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One month later, Google still censors China search

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Comment From the department of premature congratulations: One of China's best-known artists and activists just spoke out in support of Google's "decision" to stop censoring search results inside the world's most populous nation.

In a Wall Street Journal op-ed piece headlined "Google Gives Us Hope," Al Weiwei also said two of his Gmail accounts were breached by unknown intruders and messages were automatically "transferred to an unknown address." He said that even as the internet was promoting greater political participation, Chinese authorities were working hard to stifle this possibility.

"All this makes Google's decision to stop censoring to protect its China operations especially significant," he wrote. "First, it is encouraging for the Chinese people to see that a leading internet company recognizes that censorship is a violation of basic human rights and values. Such controls damage the core ethos underpinning the internet."

Perhaps no one told Weiwei that Google.cn continues to heavily censor search results exactly a month to the day after it revealed its defenses were pierced by sophisticated attacks that probably came from China. A close reading of the underlying Google post makes it unclear when, or even if, the company will ever bring China's 1.3 billion citizens the unfiltered information Weiwei says is crucial for liberty to flourish.

Google Chief Legal Officer David Drummond never said his company would stop censoring hot-button issues such as the Tiananmen Square massacre of 1989. Instead he said Google management had "decided we are no longer willing to continue censoring our results on Google.cn, and so over the next few weeks we will be discussing with the Chinese government the basis on which we could operate an unfiltered search engine within the law, if at all."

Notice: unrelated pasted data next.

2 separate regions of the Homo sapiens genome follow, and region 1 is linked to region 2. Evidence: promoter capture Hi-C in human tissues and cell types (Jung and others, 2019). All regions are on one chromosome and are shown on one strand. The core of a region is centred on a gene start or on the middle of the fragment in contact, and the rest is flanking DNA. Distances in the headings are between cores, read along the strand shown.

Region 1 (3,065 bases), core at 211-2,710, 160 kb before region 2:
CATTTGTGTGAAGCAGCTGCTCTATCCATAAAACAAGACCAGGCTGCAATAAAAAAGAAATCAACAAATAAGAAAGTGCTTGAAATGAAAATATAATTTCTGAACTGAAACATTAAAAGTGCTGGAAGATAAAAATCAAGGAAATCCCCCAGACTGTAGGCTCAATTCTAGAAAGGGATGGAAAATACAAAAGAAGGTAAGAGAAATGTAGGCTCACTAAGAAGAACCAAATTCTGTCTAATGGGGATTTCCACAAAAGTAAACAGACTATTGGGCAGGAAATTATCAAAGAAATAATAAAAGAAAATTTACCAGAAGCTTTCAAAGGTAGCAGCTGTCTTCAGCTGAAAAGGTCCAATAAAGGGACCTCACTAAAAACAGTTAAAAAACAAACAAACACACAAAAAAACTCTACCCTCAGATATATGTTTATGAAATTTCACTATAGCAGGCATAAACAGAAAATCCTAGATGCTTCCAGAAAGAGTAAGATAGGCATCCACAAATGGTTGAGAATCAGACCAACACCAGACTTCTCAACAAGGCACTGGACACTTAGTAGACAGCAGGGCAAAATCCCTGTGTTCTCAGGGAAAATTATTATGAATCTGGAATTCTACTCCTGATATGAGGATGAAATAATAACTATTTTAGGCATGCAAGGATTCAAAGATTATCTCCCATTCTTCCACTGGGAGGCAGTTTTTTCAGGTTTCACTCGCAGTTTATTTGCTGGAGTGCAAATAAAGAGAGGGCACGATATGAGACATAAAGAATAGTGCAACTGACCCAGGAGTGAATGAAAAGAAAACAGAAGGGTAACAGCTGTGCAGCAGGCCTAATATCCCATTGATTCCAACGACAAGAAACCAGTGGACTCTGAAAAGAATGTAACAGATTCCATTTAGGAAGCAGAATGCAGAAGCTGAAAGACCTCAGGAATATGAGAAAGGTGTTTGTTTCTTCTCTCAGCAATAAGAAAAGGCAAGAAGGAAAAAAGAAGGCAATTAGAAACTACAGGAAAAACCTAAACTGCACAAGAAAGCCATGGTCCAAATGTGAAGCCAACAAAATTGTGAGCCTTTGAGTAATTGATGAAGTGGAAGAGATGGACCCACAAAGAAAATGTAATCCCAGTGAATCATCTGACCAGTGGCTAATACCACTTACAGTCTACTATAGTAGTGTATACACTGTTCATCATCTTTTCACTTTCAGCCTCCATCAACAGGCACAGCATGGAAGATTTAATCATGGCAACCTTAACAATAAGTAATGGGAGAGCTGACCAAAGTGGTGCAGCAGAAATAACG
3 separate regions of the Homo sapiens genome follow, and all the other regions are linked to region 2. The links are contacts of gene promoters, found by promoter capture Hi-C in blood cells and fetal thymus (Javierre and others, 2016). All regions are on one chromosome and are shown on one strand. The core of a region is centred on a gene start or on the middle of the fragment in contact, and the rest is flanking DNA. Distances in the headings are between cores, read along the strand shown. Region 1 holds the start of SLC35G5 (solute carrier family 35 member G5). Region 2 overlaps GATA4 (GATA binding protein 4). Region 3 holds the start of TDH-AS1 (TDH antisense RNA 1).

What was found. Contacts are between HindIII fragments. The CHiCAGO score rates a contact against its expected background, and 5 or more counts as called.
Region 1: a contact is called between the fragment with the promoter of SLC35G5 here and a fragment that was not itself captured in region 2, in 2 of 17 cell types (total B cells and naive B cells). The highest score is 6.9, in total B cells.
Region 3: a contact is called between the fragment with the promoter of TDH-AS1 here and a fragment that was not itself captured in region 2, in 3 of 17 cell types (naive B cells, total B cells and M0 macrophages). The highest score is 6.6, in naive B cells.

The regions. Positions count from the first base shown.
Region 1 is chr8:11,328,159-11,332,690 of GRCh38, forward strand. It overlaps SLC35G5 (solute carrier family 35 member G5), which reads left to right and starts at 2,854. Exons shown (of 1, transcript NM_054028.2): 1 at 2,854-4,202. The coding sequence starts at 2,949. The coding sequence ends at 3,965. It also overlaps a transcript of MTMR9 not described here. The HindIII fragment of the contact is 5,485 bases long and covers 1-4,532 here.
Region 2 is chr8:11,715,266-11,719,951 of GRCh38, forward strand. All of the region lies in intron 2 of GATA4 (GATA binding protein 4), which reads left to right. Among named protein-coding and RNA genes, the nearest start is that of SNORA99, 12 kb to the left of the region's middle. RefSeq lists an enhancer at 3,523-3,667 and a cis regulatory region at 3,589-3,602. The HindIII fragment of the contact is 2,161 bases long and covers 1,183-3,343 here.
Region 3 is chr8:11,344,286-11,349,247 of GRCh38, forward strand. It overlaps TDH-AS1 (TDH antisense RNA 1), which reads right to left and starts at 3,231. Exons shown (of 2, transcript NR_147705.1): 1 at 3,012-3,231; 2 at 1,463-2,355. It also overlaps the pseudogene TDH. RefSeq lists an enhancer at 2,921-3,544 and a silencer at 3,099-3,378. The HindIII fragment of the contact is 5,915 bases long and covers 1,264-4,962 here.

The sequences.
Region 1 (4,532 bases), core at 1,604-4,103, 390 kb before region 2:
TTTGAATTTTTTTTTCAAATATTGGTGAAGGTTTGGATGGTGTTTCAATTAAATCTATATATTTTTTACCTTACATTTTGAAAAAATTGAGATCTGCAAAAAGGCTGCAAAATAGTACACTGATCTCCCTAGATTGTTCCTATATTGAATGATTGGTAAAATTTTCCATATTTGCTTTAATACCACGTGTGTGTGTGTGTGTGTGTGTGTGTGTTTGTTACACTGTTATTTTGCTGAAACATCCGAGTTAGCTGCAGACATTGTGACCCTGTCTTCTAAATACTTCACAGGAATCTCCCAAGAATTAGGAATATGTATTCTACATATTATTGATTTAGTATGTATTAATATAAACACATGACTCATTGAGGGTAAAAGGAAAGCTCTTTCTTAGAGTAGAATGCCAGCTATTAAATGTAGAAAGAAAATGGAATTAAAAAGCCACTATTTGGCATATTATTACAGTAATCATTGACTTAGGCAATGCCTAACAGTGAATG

The wiggle room in that promise is big enough to drive a truck through. A spokesman declined to say when the company planned to stop censoring google.cn results and instead referred us to Drummond's post.

All of which has us wondering if all the hoopla about unfiltered search results was a smokescreen intended to distract world + dog from the very embarrassing admission that the world's No. 1 search engine was breached and absent a complete withdrawal from China, it isn't confident it can repel future attacks. A more cynical take might be that Google's threat has less to do with basic human rights and values and more to do with a PR-savvy exit strategy.

To be fair, it's possible Google's reticence is the result of ongoing discussions in which company executives convince Chinese officials to allow the search behemoth to remain in China even though it will no longer comply with their censorship requirements. But until Google turns off the filters, let's dispense with the congratulations. ®

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